My practical advice to marketing leaders is to accept the fact that slight tweaks will rarely have the dramatic impact we seek. Embrace the common-sense intuition that it usually takes meaningfully different inputs to produce practically significant outcomes. And reframe the role that testing plays in your marketing so that your team understands significance analysis as a means of comparing meaningfully different marketing ideas rather than as a definition of success.

Beware ‘publication bias’

But… what about all those articles we’ve read – and shared with our teams – that report seemingly trivial A/B tests delivering huge performance gains? “How adding a comma raised revenue by 30 percent.” “This one emoji changed my business,” etc.

While there are certainly little nuggets of performance gold to be found, they are far fewer and farther between than an internet search would lead you to believe, and the concept of “publication bias” helps explain why.

This has been a problem in the sciences too. Historically, experiments that didn’t deliver statistical significance at the p-value = 0.05 level were deemed unworthy of publication, and mostly they were simply forgotten about. This is also known as the “file drawer effect,” and it implies that for every surprising result we see published, we should assume there is a shadow inventory of similar studies that never saw the light of day.

In the marketing world, this problem is compounded by some factors: the makers of A/B testing software have strong incentives to make it seem like easy wins are just around the corner. They certainly don’t publicize the many experiments that failed to produce interesting results. And in the modern media landscape, counterintuitive results tend to get shared more frequently, creating a distribution bias as well. We don’t see, or talk about, the results of all the A/B tests run with insignificant results.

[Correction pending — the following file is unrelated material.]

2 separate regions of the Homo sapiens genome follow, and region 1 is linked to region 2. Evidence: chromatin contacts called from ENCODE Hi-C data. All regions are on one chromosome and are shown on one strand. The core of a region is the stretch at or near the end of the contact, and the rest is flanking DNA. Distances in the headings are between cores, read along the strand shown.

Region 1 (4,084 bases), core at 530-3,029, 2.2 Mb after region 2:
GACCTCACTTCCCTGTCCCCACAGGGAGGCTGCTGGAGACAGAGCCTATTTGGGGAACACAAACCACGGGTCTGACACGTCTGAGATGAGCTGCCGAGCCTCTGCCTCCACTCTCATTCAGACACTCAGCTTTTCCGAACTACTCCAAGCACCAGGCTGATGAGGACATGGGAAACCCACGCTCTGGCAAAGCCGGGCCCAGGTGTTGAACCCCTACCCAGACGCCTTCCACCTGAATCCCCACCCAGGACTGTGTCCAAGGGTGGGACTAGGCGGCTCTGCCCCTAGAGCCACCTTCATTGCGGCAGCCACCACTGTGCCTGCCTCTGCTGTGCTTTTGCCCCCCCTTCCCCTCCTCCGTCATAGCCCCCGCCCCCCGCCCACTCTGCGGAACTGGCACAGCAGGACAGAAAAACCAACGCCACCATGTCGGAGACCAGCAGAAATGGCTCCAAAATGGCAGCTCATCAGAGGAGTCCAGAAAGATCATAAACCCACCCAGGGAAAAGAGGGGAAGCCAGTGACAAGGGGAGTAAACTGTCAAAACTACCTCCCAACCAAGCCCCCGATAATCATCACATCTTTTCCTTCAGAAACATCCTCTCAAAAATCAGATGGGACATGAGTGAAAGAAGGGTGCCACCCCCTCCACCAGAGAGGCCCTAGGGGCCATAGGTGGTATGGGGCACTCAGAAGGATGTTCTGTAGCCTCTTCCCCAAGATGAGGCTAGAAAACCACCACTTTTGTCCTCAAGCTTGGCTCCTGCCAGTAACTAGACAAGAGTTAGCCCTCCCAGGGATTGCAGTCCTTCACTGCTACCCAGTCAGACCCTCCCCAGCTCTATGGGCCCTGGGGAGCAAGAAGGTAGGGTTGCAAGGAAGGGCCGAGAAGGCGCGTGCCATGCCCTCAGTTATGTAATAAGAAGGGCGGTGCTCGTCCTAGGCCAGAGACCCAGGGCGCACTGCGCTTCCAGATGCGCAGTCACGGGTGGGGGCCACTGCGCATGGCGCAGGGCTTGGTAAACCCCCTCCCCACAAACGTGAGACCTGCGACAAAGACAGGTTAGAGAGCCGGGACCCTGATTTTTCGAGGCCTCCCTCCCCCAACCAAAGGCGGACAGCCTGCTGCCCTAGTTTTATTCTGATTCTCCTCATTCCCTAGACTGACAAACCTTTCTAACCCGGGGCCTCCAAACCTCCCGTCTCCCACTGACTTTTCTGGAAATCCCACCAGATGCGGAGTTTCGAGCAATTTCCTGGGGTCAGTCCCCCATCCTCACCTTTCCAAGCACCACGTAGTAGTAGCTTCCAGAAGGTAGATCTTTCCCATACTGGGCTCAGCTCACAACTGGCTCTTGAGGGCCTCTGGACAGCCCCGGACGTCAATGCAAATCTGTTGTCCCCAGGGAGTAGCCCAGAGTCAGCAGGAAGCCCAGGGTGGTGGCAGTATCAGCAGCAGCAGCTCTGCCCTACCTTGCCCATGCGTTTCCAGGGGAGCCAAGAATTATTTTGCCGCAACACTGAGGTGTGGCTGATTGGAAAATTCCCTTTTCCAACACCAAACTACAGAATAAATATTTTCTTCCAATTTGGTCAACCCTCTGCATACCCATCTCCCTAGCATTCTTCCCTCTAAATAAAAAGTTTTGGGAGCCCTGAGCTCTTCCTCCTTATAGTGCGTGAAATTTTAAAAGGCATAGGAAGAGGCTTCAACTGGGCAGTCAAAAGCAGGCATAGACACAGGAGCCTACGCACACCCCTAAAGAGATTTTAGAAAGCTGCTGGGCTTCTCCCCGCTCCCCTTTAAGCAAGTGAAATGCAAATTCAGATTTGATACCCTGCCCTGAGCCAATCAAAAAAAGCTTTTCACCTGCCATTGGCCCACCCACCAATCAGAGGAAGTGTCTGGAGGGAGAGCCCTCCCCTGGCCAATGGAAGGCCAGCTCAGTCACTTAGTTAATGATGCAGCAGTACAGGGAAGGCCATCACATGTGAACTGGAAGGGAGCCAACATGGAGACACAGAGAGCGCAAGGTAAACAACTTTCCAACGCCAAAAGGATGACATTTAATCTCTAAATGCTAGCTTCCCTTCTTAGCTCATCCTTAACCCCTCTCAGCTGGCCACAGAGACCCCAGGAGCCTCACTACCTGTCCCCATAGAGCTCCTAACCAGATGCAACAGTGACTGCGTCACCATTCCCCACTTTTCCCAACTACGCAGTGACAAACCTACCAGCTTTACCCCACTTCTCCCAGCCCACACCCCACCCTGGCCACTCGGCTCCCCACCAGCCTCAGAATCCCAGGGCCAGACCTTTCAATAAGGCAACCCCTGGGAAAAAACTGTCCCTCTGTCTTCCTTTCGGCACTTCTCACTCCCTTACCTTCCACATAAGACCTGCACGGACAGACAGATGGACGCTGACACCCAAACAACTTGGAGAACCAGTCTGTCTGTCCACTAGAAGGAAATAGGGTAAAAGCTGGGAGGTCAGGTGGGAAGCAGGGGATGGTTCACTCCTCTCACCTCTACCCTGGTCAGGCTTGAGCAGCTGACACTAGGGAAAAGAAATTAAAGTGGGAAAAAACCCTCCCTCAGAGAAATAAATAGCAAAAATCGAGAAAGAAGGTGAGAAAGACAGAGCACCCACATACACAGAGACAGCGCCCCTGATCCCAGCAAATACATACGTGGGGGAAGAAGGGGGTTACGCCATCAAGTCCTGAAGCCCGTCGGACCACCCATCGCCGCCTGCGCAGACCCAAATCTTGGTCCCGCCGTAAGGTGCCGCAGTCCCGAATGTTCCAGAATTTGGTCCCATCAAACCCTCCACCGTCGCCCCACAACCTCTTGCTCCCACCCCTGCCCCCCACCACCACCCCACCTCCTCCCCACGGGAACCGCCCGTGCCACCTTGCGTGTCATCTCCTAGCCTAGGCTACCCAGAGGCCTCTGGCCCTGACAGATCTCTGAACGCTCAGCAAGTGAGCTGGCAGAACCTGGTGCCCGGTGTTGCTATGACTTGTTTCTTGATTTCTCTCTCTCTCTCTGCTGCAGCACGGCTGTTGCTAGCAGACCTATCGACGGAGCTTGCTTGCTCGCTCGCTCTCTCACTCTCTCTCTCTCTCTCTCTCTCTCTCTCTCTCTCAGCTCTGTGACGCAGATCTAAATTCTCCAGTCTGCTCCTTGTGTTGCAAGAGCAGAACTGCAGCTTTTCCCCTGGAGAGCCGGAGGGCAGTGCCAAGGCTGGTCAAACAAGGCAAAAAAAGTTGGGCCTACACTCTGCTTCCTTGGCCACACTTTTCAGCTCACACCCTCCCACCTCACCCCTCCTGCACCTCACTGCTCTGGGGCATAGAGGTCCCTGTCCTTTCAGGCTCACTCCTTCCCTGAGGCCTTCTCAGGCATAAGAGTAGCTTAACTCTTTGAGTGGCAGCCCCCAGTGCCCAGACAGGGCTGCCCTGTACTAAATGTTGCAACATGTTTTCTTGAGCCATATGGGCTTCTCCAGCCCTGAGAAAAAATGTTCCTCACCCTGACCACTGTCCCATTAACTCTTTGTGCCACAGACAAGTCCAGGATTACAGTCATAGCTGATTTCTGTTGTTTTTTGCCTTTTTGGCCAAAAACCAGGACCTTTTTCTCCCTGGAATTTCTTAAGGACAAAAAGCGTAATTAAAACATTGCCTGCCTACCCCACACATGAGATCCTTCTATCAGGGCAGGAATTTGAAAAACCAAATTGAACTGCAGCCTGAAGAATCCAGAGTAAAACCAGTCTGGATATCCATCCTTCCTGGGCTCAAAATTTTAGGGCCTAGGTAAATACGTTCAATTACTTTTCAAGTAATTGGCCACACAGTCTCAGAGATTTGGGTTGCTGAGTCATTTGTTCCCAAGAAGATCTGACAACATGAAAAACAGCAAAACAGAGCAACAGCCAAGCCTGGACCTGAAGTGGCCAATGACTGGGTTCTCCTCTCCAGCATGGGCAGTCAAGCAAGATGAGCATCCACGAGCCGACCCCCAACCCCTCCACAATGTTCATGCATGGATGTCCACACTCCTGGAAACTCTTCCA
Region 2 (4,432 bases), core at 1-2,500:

Practical advice: Remember that results that seem too good to be true, probably are. Ground yourself by asking “how many experiments did they have to run to find a result this surprising?” Don’t feel pressured to reproduce headline-worthy results; instead, stay focused on the unremarkable, but much more consequential work of testing meaningfully different strategies and looking for practically significant results – that’s where the real value will be found.

Beware ‘p-hacking’

Data is a scientifically inclined marketer’s best friend, but it should come with a warning label, because the more data dimensions you have, the more likely you are to fall into the anti-pattern known as “p-hacking” in one way or another. P-hacking is the label given to some ways that data analysis can produce seemingly “statistically significant” results from pure noise.

The most flagrant form of p-hacking is merely running an experiment over and over again until you get the desired result. Remembering that a p-value of 0.05 means that there is a 5 percent chance that the observed difference could arise by random chance, if you run the same experiment 20 times, you should expect to get one “significant” result by chance alone. If you have enough time and motivation, you can effectively guarantee a significant result at some point. Drug companies have been known to do things like this to get a drug approved by the FDA – not a good look.

Most marketing teams would never do something this dumb, but there are subtler forms of p-hacking to watch out for, many of which you or your teammates have probably committed.